Many industry experts have pointed out that existing global supply chain issues have been worsened by the Russian invasion of Ukraine. For some customers, they have been told to prepare for delivery of their electric car in 2023.
According to Aidan McClean, CEO and founder of UFODRIVE, this shows the inherent risks associated with long and fragile supply chains.
He points out that the delays are just the start of industry worries when it comes to electric cars.
Mr McClean, who also authored ‘Electric Revolution’ said there is a more substantial and long term-threat to the switch to electric.
Speaking exclusively to Express.co.uk, he said: “Long-waiting lists represent a substantial threat to the electric revolution – as it puts off the intrepid and more well-off consumers willing to purchase electric vehicles now.
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“These initial EV consumers are vital – as they build momentum in the industry; driving down costs, fuelling new innovations, and advancing the infrastructure we need.
“This is particularly important if EVs are ever to be a realistic option for the majority – a fundamental part of the shift to a greener, more sustainable future.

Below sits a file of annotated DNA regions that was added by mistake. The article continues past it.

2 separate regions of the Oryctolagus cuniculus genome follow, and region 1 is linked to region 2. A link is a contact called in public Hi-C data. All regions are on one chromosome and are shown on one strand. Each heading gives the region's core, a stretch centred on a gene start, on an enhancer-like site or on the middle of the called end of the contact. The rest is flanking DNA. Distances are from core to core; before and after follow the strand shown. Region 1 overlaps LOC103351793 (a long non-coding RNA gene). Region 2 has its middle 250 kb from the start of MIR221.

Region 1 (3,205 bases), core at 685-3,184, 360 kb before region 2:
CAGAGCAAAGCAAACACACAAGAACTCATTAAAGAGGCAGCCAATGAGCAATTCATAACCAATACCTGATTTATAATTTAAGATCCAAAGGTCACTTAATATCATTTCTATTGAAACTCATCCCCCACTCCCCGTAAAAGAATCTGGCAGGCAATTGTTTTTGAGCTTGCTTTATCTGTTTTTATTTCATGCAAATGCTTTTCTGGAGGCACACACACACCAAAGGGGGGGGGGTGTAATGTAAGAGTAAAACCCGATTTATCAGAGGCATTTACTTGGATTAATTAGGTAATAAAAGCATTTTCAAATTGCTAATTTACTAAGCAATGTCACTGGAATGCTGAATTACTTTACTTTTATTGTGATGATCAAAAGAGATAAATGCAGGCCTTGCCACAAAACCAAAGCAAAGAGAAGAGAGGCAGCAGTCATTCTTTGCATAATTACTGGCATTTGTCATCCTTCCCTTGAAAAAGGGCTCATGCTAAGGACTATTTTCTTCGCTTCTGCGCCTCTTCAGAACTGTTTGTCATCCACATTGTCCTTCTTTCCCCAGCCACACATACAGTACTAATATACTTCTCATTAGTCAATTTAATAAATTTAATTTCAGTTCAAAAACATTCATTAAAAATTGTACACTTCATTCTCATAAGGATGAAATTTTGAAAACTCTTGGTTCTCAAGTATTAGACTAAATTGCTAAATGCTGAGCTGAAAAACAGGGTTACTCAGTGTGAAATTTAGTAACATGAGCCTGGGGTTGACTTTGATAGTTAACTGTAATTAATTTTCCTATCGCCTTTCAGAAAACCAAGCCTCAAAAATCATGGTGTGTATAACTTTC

“However, this current bottleneck in supply is due to end – and there are few substantial, long-term threats to microchip production.”
Recent data suggests that some drivers looking for the most popular electric cars face waiting times of up to a year.
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“As of 2021, Europe had 38 EV battery ‘gigafactories’ planned or in progress. If all make it to production, they could be delivering as much as 462 GWh worth of battery cells by 2025, and 1,144 GWh by 2030.
“This is enough to power over 90 percent of expected new vehicle sales in Europe in that year.
“This is absolutely essential if we want to meet the needs of consumers, fleet managers, and the environment.
“However, this in turn creates a waste issue – and therefore we need to supercharge EV battery recycling as well.”
Last month, Norway opened Europe’s largest battery-recycling plant – a joint venture between two Norwegian companies and a battery producer in Sweden and Germany.
The new battery recycling facility has the capacity to process 12,000 tons of battery packs per year, or around 25,000 EV batteries; which is enough for the entire end-of-life battery market in Norway currently.
It is claimed they can recover 95 percent of the battery – including the “black mass”, the spent powder which contains the precious elements so vital for the manufacturing of new batteries.